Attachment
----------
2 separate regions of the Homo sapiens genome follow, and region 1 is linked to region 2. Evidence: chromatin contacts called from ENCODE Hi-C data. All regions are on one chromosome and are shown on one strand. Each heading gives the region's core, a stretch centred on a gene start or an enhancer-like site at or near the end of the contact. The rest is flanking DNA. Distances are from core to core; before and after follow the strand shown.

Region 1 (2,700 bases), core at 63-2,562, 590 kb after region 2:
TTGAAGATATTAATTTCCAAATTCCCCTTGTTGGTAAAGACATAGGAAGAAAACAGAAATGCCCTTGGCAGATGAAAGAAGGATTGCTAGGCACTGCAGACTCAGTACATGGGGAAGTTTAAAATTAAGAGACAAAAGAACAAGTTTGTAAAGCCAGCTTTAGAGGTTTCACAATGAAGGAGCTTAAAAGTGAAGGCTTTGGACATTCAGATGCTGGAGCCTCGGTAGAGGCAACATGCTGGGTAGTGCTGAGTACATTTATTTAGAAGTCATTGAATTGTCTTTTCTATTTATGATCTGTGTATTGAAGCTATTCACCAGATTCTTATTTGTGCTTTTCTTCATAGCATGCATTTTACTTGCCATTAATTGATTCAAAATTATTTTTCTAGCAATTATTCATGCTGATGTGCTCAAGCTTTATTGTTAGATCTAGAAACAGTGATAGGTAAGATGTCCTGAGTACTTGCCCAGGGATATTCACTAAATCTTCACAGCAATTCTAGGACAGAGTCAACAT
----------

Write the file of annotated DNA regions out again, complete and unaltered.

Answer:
2 separate regions of the Homo sapiens genome follow, and region 1 is linked to region 2. Evidence: chromatin contacts called from ENCODE Hi-C data. All regions are on one chromosome and are shown on one strand. Each heading gives the region's core, a stretch centred on a gene start or an enhancer-like site at or near the end of the contact. The rest is flanking DNA. Distances are from core to core; before and after follow the strand shown.

Region 1 (2,700 bases), core at 63-2,562, 590 kb after region 2:
TTGAAGATATTAATTTCCAAATTCCCCTTGTTGGTAAAGACATAGGAAGAAAACAGAAATGCCCTTGGCAGATGAAAGAAGGATTGCTAGGCACTGCAGACTCAGTACATGGGGAAGTTTAAAATTAAGAGACAAAAGAACAAGTTTGTAAAGCCAGCTTTAGAGGTTTCACAATGAAGGAGCTTAAAAGTGAAGGCTTTGGACATTCAGATGCTGGAGCCTCGGTAGAGGCAACATGCTGGGTAGTGCTGAGTACATTTATTTAGAAGTCATTGAATTGTCTTTTCTATTTATGATCTGTGTATTGAAGCTATTCACCAGATTCTTATTTGTGCTTTTCTTCATAGCATGCATTTTACTTGCCATTAATTGATTCAAAATTATTTTTCTAGCAATTATTCATGCTGATGTGCTCAAGCTTTATTGTTAGATCTAGAAACAGTGATAGGTAAGATGTCCTGAGTACTTGCCCAGGGATATTCACTAAATCTTCACAGCAATTCTAGGACAGAGTCAACAT